Ernest Wolmarans
1 minute read
5 Sep 2014
1:53 pm

Nkandla architect to be investigated

Ernest Wolmarans

The South African Council for for the Architectural Profession (Sacap) has resolved to launch an investigation into the conduct of President Jacob Zuma's personal architect, Minenhle Makhanya during the Nkandla upgrades.

President Jacob Zuma's residence in Nkandla in KwaZulu-Natal on Sunday, 4 November 2012 as seen from the road that was blocked by ANC supporters, who did not want Democratic Alliance leader Helen Zille to inspect Zuma's homestead. Picture: Giordano Stolley/SAPA

In a statement released late on Thursday the council said it had considered, in principle, Makhanya’s alleged role in the Nkandla saga “as highlighted in the Special Investigating Unit’s (SIU) report of its investigation”.

This follows the SIU’s claim against Makhanya to have him pay back more than R155 million – paid to him by the Department of Public Works for the upgrades at Zuma’s KwaZulu-Natal homestead.

The SIU alleged that the money was paid to contractors who either overcharged or did not complete the work they were paid for.

In terms of Section 28(1) of the Architectural Profession Act, Sacap is empowered to refer any matter against a registered member to its investigating committee, “where it believes it has reasonable grounds to suspect that a registered person has committed an act which may render him or her guilty of improper conduct.”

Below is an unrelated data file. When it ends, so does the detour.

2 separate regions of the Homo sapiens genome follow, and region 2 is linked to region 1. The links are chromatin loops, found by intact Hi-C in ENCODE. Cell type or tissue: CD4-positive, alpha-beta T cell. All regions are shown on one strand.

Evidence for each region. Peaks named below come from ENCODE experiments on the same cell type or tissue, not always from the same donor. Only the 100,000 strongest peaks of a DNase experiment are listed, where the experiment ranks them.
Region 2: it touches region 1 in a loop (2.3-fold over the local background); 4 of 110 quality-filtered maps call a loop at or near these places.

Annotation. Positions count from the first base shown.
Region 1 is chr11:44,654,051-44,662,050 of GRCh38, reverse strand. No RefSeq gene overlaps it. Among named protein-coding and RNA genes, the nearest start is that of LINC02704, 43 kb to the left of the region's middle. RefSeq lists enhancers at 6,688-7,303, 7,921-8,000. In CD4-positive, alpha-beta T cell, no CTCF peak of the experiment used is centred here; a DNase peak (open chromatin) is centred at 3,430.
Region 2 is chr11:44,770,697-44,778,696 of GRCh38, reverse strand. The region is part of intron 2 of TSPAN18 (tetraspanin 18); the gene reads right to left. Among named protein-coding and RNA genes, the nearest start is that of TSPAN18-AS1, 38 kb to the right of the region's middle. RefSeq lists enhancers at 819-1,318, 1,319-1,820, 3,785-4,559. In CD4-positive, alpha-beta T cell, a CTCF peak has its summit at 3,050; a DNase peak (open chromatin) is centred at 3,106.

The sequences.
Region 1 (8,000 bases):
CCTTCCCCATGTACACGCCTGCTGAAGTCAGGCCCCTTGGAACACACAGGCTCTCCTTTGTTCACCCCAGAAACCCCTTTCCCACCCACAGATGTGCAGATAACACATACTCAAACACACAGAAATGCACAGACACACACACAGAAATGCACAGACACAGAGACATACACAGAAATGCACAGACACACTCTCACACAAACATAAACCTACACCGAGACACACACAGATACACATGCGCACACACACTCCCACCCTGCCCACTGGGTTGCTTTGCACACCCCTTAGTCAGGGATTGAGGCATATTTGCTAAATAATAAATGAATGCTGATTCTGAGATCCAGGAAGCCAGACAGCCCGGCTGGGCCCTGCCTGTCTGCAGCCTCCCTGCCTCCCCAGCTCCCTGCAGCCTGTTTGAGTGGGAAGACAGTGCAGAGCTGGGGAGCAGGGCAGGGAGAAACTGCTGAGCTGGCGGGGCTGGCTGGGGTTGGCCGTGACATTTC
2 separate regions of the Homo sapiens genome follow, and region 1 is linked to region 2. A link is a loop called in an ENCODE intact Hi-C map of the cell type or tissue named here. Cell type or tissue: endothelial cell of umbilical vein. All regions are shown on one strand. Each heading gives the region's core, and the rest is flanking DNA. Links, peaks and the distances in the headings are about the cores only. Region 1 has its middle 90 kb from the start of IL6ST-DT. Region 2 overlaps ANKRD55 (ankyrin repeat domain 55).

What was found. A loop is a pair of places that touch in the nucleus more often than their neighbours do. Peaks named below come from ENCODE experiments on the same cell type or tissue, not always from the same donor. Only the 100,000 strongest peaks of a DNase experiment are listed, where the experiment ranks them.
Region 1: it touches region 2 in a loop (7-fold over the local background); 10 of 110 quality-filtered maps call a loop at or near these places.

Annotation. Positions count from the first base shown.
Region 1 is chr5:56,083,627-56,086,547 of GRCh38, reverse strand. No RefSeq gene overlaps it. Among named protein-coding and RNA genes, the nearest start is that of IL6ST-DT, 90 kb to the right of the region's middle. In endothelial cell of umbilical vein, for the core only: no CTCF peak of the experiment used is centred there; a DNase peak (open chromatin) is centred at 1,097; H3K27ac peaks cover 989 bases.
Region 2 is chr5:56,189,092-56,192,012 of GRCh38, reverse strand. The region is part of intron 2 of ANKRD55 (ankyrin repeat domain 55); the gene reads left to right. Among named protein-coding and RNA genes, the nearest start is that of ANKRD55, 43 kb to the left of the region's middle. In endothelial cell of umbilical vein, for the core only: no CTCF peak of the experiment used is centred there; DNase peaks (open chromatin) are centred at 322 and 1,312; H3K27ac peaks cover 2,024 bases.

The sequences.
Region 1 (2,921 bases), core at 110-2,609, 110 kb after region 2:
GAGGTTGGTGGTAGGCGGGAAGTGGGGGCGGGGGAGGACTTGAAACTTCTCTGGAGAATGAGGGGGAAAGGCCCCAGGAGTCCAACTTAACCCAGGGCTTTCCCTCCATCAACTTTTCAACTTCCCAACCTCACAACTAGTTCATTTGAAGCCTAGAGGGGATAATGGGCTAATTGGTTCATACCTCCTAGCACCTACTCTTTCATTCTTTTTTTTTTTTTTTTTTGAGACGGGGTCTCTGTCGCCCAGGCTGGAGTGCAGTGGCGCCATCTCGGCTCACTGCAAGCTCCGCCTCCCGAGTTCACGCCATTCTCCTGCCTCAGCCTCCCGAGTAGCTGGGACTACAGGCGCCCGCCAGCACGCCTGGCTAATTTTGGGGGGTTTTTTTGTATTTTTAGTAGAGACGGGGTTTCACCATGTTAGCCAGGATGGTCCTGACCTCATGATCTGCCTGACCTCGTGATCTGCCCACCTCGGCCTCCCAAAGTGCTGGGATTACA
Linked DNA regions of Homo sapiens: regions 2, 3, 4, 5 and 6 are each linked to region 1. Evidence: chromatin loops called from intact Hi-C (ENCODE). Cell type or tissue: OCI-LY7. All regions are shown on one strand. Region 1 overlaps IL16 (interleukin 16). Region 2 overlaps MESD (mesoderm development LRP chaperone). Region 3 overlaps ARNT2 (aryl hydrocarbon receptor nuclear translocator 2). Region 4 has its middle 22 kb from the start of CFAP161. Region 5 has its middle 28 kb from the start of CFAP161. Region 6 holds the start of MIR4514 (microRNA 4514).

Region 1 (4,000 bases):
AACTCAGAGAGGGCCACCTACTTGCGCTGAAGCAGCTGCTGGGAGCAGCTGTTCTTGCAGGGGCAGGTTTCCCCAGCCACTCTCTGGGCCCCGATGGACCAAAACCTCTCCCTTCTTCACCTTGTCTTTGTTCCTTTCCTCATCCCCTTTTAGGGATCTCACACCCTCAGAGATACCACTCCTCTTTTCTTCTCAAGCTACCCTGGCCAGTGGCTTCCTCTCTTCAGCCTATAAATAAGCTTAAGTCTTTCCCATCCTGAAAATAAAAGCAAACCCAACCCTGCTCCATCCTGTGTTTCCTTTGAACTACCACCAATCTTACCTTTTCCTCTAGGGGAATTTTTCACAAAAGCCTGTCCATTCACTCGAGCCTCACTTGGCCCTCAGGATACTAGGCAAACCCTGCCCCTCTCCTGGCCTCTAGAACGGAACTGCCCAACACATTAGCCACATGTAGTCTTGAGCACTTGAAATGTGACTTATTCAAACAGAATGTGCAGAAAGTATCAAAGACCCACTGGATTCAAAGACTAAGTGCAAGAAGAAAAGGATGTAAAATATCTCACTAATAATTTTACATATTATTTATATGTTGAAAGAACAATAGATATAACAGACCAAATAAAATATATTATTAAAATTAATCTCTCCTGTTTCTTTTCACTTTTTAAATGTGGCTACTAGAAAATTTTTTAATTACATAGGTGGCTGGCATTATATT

Sacap said that it would then draft a formal report based on its findings and make recommendations to the council.

A possible outcome was that Makhanya then appear before a disciplinary tribunal, but Bolton stressed that Sacap was in no position to speculate until the committee’s investigation was complete.

“Given that the investigation will be comprehensive, it is likely to take some time,” Sacap said.

Possible sanctions Makhanya faces if found guilty of charges brought against him by the tribunal range from a mere warning, to a fine, to cancellation of Makhanya’s Sacap registration and the removal of his name from the relevant register.

Sacap, at the same meeting, also referred the Tongaat Mall and Meyersdal house, in 2013 and 2014 respectively, to its investigating committee “in relation to the roles which may respectively have been played by any architectural professionals registered with Sacap”.

The same process would be followed in these investigations, Sacap said.